White space around buttons can be equally important, especially in areas such as navigation where there are other buttons or links in close proximity. Including ample white space around your target helps the user avoid the annoyance of tapping the wrong target, waiting for the unintended page to load, and go back and try again. You certainly want at least a six pixel perimeter of white space around your target, but try to make it as much as 10 pixels when you can.
Take another look at our two example web sites. Since it is all shrunk down, the links on the Nieman Marcus site are (at best) difficult to tap. They are small and bunched together. It’s very likely that in trying to tap the “Shoes” link, you might accidentally hit the link for Women’s Apparel or Handbags. The navigation does work, but when you get the megamenu for Shoes, you’ll again have some issues accurately tapping the subcategory you want.
If you go to a product detail page, the “Add to Shopping Bag” button, which seems pretty big on your desktop now seems rather small, certainly more narrow than the width of your index finger. Still, it would be big enough to tap pretty easily if it were not directly adjacent to the “Add to Wish List” button. Waver just a little bit and you’ve tapped the wrong button.
But look at the Nordstrom site. There are fewer choices in the navigation area, and those choices are larger and easier to tap correctly. If you go to a product page, the Add to Cart button is large, spanning most of the width of the screen. No issues here in getting to your intended pages the first time.
Much of the time someone is using a smartphone to surf the web, they are off WiFi and using a cellular data network. If your site is full of large images that are either larger than they need to be or altogether unnecessary, it will make your site much slower to load on a phone (and it could cause your user to incur unnecessary data usage fees).
What About Tablets?
I know, most of this post has centered around the differences between phones & desktop computers. So where do tablets like iPads come into play? The good news is that most tablets have a resolution pretty similar to a decent full-sized monitor. Most are 1280×800 or greater, so your user’s experience there will be quite similar to that of a laptop user or most desktop users. Still, you do want to take much of the above into consideration, even if some of it is already satisfactory on a tablet.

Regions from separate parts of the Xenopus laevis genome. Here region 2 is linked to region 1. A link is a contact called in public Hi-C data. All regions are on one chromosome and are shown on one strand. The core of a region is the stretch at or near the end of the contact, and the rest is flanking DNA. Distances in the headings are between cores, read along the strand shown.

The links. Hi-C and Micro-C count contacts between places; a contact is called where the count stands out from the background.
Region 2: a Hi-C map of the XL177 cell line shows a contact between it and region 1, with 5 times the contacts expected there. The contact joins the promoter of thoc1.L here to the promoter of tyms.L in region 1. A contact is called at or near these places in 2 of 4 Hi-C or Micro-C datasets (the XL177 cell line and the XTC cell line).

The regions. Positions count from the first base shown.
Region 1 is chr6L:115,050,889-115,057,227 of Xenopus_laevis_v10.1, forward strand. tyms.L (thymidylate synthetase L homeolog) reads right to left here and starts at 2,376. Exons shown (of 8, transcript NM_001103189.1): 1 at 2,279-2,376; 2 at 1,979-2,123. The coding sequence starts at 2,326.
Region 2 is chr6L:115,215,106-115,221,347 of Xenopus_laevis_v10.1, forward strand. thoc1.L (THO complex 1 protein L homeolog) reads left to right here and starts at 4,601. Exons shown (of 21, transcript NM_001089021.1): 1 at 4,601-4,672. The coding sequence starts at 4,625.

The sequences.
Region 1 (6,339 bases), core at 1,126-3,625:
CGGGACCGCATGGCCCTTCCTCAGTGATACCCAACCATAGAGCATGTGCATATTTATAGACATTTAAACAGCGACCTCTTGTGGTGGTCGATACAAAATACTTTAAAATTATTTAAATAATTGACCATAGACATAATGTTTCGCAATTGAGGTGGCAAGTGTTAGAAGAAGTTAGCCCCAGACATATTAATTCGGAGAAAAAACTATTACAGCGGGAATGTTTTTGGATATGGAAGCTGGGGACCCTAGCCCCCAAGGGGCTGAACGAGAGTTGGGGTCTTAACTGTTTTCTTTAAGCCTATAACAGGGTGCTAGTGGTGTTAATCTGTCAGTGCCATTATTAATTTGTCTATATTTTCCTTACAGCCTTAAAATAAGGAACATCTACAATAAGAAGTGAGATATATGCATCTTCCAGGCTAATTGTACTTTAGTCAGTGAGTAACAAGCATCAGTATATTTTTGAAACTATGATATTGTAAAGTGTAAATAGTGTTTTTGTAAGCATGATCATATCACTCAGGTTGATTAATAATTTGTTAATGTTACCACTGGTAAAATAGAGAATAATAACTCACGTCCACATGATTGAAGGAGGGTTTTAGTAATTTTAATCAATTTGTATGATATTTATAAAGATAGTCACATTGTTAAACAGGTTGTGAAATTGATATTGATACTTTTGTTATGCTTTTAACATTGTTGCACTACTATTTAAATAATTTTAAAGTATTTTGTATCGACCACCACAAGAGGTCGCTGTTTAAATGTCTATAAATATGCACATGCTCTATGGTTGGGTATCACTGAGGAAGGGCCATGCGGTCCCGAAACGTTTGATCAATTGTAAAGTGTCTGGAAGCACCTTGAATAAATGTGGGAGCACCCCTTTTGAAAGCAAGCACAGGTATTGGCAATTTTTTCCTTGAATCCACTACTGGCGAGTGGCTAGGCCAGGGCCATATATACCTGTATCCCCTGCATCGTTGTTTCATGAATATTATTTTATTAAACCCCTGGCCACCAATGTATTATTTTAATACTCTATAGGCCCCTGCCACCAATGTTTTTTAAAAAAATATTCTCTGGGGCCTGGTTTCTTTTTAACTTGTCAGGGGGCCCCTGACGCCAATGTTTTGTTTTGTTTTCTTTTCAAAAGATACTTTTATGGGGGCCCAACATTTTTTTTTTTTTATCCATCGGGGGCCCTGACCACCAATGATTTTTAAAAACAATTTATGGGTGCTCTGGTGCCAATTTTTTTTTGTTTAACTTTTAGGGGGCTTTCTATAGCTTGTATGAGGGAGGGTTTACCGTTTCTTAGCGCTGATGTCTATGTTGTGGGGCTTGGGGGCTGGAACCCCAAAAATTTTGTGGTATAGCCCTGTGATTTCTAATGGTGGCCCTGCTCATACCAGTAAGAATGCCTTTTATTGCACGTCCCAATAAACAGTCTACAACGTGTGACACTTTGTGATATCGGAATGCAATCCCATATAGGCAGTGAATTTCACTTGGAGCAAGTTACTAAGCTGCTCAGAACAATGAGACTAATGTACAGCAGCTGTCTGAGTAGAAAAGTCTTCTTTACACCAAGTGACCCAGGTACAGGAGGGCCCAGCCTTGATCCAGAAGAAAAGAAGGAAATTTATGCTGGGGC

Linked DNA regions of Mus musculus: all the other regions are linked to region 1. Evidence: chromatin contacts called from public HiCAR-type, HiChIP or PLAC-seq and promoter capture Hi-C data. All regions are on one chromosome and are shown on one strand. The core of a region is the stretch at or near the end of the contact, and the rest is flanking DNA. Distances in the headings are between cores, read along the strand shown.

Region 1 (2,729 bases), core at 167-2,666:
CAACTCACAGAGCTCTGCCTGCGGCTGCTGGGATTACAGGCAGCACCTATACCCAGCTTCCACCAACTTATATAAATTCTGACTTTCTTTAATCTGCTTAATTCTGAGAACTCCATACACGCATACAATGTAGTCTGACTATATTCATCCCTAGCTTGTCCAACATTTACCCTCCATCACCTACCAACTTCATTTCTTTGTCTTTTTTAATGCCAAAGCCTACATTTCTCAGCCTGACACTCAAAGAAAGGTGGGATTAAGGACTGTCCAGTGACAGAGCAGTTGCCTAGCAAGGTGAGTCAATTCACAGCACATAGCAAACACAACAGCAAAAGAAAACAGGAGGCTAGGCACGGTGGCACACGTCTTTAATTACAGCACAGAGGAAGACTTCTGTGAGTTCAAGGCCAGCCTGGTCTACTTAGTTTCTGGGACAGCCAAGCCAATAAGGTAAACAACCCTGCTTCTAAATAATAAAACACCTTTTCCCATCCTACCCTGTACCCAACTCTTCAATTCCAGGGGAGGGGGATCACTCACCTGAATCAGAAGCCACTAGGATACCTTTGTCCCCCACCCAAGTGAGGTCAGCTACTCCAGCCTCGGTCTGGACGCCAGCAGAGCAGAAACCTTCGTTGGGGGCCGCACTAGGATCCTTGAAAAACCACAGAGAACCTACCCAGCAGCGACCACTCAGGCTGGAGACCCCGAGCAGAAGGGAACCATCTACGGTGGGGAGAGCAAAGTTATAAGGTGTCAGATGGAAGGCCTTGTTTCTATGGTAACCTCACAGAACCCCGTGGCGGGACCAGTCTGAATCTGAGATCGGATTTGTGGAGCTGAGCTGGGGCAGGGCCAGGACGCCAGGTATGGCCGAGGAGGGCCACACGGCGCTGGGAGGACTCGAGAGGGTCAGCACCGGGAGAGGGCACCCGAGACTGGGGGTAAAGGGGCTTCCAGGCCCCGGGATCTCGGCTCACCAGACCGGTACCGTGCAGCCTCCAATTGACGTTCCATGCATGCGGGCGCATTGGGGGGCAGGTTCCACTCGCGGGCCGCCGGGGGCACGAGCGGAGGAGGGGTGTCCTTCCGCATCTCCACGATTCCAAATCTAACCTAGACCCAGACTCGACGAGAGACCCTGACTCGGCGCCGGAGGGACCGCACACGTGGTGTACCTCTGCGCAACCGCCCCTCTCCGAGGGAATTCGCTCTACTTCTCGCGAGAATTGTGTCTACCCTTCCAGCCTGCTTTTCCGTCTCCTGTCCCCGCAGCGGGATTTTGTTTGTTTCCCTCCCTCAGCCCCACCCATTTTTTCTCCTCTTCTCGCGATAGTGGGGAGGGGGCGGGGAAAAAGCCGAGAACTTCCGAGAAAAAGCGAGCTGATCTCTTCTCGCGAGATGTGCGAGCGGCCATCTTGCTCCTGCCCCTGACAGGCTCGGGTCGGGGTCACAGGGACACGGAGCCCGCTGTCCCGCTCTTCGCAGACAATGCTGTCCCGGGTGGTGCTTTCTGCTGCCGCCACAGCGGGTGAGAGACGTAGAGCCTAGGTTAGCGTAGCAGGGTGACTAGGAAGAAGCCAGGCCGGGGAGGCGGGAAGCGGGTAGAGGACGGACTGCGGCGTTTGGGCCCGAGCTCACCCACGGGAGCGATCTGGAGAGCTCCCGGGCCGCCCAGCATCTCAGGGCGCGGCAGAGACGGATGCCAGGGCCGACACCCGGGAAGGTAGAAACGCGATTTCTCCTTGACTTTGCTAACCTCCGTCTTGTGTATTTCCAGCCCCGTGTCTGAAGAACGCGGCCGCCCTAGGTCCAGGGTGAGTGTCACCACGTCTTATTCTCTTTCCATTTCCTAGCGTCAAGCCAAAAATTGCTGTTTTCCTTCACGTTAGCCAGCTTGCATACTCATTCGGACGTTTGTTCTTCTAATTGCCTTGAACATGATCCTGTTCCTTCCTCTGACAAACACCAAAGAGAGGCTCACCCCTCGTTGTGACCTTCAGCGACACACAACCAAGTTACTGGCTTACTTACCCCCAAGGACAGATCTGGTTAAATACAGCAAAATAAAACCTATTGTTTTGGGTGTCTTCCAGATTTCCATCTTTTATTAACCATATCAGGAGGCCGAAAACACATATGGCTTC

For example, you’re still working with a touch screen, so it’s important to review your site on a tablet to ensure that all buttons, navigation, and links are large enough and separated enough to make them easy to tap. If not, you can probably make minor adjustments to correct this without affecting the desktop version negatively.
Do also consider what is being downloaded to reduce the page load time and bandwidth usage for your iPad users.
And as always, check your analytics to understand what percentage of your users are using a tablet to view your site to help prioritize things.
A Note About Technologies
Note that I don’t use current buzzwords such as “responsive web site”, “separate mobile site”, or other technologies that describe how your site is adjusted differently to phones vs. tablets, vs full-sized monitors. My focus here is on the experience the user sees and feels, not in how your site gets that done.
The debate can rage on about whether the “best” way to design your site for mobile devices is via responsive design, separate mobile web sites, or something else. The fact is, that answer will depend on your own individual requirements, budgets, expectations, etc.
But your initial objective should be that the user experience is as positive as you can make it. You want it easy to shop, easy to read, easy to use, whatever your desired actions are for visitors to your web site.
If your website still appears the same on a phone and/or tablet as it does on the monitor on your desk, now is the time to start putting together a strategy for optimizing your site for mobile devices.